congressman in the committee or in the House in general to get this bill into hearing how hearings may not last very long or they may last considerably less than they had two weeks of hearings in the Senate. But just to get it out and get it discussed and and then then to appear on the floor of the house is something that will take speaking to and we're hopeful that if the hearings can be held that the passage of the bill may be assured if it is not passed in this session of Congress I think the results may be quite serious. You've got to remember that the TV facilities Act will expire. And that if no new bill is passed that there won't be any money appropriated for assistance to either educational television or educational radio for the coming year until Congress meets again and new build are introduced. I know that's quite optimistic about the chances of a House committee is tied up with
other business right now but the generally speaking the easy. Road that this bill followed on the Senate floor. Would be indicative of an excellent opportunity for a limited hearing within the house and a fairly rapid action in the sense that the rules committee would report it out with a rule with limited debate and that action and substantially the same form of the Senate has passed the bill. So I think it I'm afraid that the house fish are much more concerned about the expenditure of money perhaps and then the Senate is just and its general philosophy. And they may be much more conservative in this particular year. In terms of suggesting that monies be appropriated and then when it gets to the actual Appropriations Committee there's going to be the real test yesterday about the way actual appropriation is always a big battle is like foreign aid.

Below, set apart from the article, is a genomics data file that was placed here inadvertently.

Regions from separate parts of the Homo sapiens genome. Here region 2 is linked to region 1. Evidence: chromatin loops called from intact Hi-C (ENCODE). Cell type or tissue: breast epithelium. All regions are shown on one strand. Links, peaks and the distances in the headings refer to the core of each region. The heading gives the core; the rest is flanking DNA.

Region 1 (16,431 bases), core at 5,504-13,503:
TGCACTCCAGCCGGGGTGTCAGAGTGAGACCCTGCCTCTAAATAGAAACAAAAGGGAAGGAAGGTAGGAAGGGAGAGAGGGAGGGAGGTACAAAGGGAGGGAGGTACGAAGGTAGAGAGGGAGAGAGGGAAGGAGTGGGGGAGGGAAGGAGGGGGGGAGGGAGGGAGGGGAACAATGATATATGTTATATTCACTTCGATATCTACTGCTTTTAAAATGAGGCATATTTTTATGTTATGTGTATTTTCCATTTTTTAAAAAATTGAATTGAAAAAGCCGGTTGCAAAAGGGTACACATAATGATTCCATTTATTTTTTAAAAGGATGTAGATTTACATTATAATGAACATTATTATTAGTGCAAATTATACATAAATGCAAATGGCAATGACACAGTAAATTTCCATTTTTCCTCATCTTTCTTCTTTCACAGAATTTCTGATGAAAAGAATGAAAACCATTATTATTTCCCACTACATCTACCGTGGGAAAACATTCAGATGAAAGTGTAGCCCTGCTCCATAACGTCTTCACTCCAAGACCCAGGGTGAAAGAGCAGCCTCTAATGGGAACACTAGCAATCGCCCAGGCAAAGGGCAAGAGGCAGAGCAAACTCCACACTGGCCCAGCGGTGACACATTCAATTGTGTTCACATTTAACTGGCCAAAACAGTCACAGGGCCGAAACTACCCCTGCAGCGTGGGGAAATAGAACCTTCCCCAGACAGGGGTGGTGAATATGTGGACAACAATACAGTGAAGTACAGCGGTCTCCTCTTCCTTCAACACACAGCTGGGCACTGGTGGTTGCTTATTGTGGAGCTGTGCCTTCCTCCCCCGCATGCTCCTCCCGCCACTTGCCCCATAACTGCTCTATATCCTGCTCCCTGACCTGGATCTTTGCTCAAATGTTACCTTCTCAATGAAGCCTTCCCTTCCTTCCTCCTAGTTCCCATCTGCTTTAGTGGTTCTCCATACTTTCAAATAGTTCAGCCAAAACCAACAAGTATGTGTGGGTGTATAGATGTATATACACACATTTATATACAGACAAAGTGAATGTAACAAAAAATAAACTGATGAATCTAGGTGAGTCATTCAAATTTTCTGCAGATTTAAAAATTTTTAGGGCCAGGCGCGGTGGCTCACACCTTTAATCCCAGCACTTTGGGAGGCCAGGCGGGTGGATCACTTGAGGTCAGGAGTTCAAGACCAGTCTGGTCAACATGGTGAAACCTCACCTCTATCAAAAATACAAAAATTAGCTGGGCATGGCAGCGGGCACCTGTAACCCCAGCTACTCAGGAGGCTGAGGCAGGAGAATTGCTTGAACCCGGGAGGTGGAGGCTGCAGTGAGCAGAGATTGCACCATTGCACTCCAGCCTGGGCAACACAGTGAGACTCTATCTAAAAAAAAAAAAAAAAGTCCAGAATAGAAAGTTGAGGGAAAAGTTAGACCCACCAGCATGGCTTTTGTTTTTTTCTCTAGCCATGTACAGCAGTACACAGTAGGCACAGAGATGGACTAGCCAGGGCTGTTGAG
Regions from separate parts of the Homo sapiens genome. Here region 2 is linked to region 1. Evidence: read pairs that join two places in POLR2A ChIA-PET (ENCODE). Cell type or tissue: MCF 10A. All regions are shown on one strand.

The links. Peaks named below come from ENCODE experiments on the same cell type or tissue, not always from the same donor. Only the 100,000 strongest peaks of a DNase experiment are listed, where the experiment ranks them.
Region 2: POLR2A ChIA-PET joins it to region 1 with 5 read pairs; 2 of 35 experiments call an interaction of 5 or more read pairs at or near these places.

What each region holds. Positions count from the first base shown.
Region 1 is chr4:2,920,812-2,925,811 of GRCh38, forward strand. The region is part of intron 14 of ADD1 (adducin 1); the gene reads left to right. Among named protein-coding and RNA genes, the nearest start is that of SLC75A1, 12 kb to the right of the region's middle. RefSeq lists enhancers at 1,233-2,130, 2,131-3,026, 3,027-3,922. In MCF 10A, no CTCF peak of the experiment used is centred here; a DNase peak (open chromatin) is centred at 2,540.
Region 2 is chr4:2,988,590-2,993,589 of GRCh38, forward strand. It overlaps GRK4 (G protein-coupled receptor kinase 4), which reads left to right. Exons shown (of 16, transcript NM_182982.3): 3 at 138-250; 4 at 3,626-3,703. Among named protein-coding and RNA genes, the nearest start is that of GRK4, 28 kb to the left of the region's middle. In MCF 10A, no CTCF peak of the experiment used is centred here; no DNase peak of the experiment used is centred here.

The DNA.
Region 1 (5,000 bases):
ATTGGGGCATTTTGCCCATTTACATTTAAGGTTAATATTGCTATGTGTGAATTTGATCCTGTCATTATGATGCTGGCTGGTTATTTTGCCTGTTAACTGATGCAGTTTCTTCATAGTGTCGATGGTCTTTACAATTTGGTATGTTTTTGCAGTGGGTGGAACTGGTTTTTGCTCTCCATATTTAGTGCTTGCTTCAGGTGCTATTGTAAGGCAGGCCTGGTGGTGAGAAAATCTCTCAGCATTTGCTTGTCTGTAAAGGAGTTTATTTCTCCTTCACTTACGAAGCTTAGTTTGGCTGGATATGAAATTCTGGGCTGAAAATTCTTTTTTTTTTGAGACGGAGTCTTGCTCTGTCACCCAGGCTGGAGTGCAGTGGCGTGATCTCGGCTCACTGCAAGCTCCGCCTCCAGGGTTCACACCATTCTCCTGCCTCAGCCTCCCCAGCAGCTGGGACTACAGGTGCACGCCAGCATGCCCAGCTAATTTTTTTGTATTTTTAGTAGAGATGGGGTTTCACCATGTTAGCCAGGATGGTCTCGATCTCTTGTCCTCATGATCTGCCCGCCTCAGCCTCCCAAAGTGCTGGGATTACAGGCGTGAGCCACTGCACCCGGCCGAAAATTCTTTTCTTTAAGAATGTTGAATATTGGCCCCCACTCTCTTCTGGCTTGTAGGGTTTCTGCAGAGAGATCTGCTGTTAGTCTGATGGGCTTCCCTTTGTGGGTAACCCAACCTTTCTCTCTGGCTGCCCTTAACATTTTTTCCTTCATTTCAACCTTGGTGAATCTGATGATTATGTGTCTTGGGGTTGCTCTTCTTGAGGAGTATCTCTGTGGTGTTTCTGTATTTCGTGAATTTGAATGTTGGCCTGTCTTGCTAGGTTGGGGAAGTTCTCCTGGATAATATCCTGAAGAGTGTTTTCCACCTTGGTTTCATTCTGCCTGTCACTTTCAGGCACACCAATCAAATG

There there's the authorization but the red the big battle comes when their money is actually appropriated and much will be appropriated in the given year is distinguishing how much is authorized. Well there are many there are many steps yet. Just because the House has or the Senate has passed the bill is by no means assures that it's going to be passed by the entire Congress and this is our concern at the moment that the House do take action on it and get it through in some form or another they fear before it's too late. Well I was impressed with the need for the kind of broadcasting we're talking about I'm thinking at the moment particularly of radio because I've recently been driving about three weeks between me in the United States and some in Canada. And even though I may have heard something like a hundred different commercial stations in essence I was listening to just one station. They all had basically the same kind of format. I didn't hear during this entire three week trip one shred
of what we call our generally classical music moment mainly five minute newscasts interspersed with recorded music and commercials. And we need educational television. That's a good word for educational radio which will provide us with some kind of choice. It's rather interesting that on the floor of the Senate that a relative a little debate was engaged in respect to this bill but the one thing that did stand out in reading the record was that those spender senators who spoke were uniformly of the opinion that the Public Broadcasting Act of 1967 may be one of the most important pages pieces of legislation that Congress passed. My concern Edgar would be that commercial broadcasting both radio and television not abrogate. It's responsibilities in the area of cultural programming public affairs program.
The things we've been talking about that. Non-commercial broadcasting can do so well and there is this kind of a danger. Again I'm speaking as a point of view of a devil's advocate but you'll recall that the day the Carnegie Commission study was announced the Columbia Broadcasting System announced a million dollar pledge immediately took. Now CBS is an enviable organization which has a sense of responsibility but I wonder if inherent in this whole idea of this new corporation isn't a failing on the part of some network people my goodness this will let us off the hook we won't have to spend days and losing a great deal of commercial money broadcasting the Middle-East discussions of before the Security Council the United Nations this is very costly this runs into thousands of dollars a day progressive television. And yet I think they should do it I think. I think they have an